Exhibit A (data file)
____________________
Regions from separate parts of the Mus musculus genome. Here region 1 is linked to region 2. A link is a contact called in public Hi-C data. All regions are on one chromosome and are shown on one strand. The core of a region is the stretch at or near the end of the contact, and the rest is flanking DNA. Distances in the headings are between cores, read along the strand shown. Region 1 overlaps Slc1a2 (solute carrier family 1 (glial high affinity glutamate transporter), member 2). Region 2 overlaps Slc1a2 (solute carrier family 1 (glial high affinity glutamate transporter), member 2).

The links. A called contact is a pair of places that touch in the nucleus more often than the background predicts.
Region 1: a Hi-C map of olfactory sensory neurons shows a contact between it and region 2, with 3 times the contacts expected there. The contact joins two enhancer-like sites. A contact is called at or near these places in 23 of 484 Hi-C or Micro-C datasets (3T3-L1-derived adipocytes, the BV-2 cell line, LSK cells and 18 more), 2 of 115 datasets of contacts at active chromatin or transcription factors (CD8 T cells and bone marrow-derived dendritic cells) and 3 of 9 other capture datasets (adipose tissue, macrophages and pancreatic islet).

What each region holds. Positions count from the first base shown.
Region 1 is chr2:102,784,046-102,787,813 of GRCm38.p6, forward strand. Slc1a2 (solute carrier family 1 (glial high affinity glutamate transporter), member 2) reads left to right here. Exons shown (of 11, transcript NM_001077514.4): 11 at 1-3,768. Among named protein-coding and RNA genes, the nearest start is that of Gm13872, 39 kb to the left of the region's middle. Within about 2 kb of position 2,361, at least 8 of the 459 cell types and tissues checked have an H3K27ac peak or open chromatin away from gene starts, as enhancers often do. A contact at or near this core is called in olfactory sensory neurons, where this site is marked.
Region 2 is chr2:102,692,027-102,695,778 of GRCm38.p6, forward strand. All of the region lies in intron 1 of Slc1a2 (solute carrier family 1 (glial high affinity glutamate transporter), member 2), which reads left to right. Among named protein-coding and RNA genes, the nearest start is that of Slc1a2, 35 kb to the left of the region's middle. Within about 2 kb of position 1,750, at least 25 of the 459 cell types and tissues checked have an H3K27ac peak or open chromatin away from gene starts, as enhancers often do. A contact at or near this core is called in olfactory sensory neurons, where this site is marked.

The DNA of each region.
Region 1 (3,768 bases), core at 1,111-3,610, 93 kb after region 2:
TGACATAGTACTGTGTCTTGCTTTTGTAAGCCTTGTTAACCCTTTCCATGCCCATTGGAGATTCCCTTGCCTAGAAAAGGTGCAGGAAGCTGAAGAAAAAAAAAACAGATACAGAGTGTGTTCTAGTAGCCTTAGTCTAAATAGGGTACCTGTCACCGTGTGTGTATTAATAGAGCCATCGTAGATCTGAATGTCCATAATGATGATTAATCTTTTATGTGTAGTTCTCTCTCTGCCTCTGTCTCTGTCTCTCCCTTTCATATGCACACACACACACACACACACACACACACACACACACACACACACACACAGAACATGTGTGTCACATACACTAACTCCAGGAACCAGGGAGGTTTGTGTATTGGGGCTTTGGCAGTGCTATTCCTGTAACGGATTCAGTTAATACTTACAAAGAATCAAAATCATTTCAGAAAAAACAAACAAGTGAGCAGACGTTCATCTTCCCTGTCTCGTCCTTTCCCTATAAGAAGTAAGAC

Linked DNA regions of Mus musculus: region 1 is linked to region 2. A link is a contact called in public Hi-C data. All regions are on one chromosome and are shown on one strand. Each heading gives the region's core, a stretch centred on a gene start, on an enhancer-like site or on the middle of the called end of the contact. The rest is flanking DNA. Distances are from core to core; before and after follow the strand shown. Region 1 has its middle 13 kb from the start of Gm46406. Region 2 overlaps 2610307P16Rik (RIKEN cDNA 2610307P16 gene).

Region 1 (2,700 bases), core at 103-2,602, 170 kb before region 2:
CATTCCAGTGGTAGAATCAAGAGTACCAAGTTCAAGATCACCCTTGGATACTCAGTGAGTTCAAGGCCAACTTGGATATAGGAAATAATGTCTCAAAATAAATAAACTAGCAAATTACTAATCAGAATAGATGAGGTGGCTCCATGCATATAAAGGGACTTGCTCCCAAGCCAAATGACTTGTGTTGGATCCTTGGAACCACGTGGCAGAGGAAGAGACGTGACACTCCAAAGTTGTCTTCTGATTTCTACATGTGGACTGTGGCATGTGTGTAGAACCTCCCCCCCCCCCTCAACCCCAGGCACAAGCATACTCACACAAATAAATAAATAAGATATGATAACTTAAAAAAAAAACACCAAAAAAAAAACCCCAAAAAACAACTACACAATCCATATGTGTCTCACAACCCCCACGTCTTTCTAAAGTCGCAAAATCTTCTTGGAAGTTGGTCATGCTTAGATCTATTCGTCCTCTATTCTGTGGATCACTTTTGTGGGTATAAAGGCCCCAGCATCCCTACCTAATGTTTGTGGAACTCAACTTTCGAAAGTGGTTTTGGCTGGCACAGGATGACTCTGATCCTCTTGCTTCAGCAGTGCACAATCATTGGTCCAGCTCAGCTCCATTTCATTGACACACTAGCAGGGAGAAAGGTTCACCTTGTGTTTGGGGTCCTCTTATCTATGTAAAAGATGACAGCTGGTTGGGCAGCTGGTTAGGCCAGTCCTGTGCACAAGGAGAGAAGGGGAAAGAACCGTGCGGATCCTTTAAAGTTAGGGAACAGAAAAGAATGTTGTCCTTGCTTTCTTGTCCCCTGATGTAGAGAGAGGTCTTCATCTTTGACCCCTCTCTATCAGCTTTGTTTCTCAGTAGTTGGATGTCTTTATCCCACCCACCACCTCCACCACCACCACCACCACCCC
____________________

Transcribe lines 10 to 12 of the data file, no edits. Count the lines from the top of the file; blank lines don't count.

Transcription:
Linked DNA regions of Mus musculus: region 1 is linked to region 2. A link is a contact called in public Hi-C data. All regions are on one chromosome and are shown on one strand. Each heading gives the region's core, a stretch centred on a gene start, on an enhancer-like site or on the middle of the called end of the contact. The rest is flanking DNA. Distances are from core to core; before and after follow the strand shown. Region 1 has its middle 13 kb from the start of Gm46406. Region 2 overlaps 2610307P16Rik (RIKEN cDNA 2610307P16 gene).

Region 1 (2,700 bases), core at 103-2,602, 170 kb before region 2:
CATTCCAGTGGTAGAATCAAGAGTACCAAGTTCAAGATCACCCTTGGATACTCAGTGAGTTCAAGGCCAACTTGGATATAGGAAATAATGTCTCAAAATAAATAAACTAGCAAATTACTAATCAGAATAGATGAGGTGGCTCCATGCATATAAAGGGACTTGCTCCCAAGCCAAATGACTTGTGTTGGATCCTTGGAACCACGTGGCAGAGGAAGAGACGTGACACTCCAAAGTTGTCTTCTGATTTCTACATGTGGACTGTGGCATGTGTGTAGAACCTCCCCCCCCCCCTCAACCCCAGGCACAAGCATACTCACACAAATAAATAAATAAGATATGATAACTTAAAAAAAAAACACCAAAAAAAAAACCCCAAAAAACAACTACACAATCCATATGTGTCTCACAACCCCCACGTCTTTCTAAAGTCGCAAAATCTTCTTGGAAGTTGGTCATGCTTAGATCTATTCGTCCTCTATTCTGTGGATCACTTTTGTGGGTATAAAGGCCCCAGCATCCCTACCTAATGTTTGTGGAACTCAACTTTCGAAAGTGGTTTTGGCTGGCACAGGATGACTCTGATCCTCTTGCTTCAGCAGTGCACAATCATTGGTCCAGCTCAGCTCCATTTCATTGACACACTAGCAGGGAGAAAGGTTCACCTTGTGTTTGGGGTCCTCTTATCTATGTAAAAGATGACAGCTGGTTGGGCAGCTGGTTAGGCCAGTCCTGTGCACAAGGAGAGAAGGGGAAAGAACCGTGCGGATCCTTTAAAGTTAGGGAACAGAAAAGAATGTTGTCCTTGCTTTCTTGTCCCCTGATGTAGAGAGAGGTCTTCATCTTTGACCCCTCTCTATCAGCTTTGTTTCTCAGTAGTTGGATGTCTTTATCCCACCCACCACCTCCACCACCACCACCACCACCCC